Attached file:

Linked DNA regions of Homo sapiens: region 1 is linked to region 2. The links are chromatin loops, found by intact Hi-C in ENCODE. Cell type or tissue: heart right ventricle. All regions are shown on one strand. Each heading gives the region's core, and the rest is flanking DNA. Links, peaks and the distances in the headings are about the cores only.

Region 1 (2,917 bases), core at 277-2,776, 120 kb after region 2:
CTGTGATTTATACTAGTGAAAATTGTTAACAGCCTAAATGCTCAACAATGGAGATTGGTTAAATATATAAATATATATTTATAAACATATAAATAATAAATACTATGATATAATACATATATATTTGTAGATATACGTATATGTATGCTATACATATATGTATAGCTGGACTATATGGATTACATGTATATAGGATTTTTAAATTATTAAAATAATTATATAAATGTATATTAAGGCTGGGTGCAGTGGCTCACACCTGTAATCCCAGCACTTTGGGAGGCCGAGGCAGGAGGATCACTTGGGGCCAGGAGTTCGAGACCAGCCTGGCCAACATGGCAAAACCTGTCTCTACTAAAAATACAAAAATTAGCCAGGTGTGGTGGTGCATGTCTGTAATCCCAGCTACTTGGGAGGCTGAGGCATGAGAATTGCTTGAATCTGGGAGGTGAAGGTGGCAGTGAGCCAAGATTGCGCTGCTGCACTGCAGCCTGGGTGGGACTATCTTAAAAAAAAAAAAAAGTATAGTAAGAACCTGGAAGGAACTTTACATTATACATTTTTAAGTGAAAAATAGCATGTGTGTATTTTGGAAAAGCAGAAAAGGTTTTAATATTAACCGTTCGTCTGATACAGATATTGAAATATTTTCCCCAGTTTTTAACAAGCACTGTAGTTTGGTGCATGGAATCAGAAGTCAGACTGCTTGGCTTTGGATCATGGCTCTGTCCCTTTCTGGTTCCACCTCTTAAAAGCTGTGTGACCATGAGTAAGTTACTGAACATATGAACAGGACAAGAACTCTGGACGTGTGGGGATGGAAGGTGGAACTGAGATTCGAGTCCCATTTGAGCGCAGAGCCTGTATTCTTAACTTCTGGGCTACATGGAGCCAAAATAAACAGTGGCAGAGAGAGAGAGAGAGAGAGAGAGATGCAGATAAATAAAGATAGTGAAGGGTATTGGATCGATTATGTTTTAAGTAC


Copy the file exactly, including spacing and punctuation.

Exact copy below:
Linked DNA regions of Homo sapiens: region 1 is linked to region 2. The links are chromatin loops, found by intact Hi-C in ENCODE. Cell type or tissue: heart right ventricle. All regions are shown on one strand. Each heading gives the region's core, and the rest is flanking DNA. Links, peaks and the distances in the headings are about the cores only.

Region 1 (2,917 bases), core at 277-2,776, 120 kb after region 2:
CTGTGATTTATACTAGTGAAAATTGTTAACAGCCTAAATGCTCAACAATGGAGATTGGTTAAATATATAAATATATATTTATAAACATATAAATAATAAATACTATGATATAATACATATATATTTGTAGATATACGTATATGTATGCTATACATATATGTATAGCTGGACTATATGGATTACATGTATATAGGATTTTTAAATTATTAAAATAATTATATAAATGTATATTAAGGCTGGGTGCAGTGGCTCACACCTGTAATCCCAGCACTTTGGGAGGCCGAGGCAGGAGGATCACTTGGGGCCAGGAGTTCGAGACCAGCCTGGCCAACATGGCAAAACCTGTCTCTACTAAAAATACAAAAATTAGCCAGGTGTGGTGGTGCATGTCTGTAATCCCAGCTACTTGGGAGGCTGAGGCATGAGAATTGCTTGAATCTGGGAGGTGAAGGTGGCAGTGAGCCAAGATTGCGCTGCTGCACTGCAGCCTGGGTGGGACTATCTTAAAAAAAAAAAAAAGTATAGTAAGAACCTGGAAGGAACTTTACATTATACATTTTTAAGTGAAAAATAGCATGTGTGTATTTTGGAAAAGCAGAAAAGGTTTTAATATTAACCGTTCGTCTGATACAGATATTGAAATATTTTCCCCAGTTTTTAACAAGCACTGTAGTTTGGTGCATGGAATCAGAAGTCAGACTGCTTGGCTTTGGATCATGGCTCTGTCCCTTTCTGGTTCCACCTCTTAAAAGCTGTGTGACCATGAGTAAGTTACTGAACATATGAACAGGACAAGAACTCTGGACGTGTGGGGATGGAAGGTGGAACTGAGATTCGAGTCCCATTTGAGCGCAGAGCCTGTATTCTTAACTTCTGGGCTACATGGAGCCAAAATAAACAGTGGCAGAGAGAGAGAGAGAGAGAGAGAGATGCAGATAAATAAAGATAGTGAAGGGTATTGGATCGATTATGTTTTAAGTAC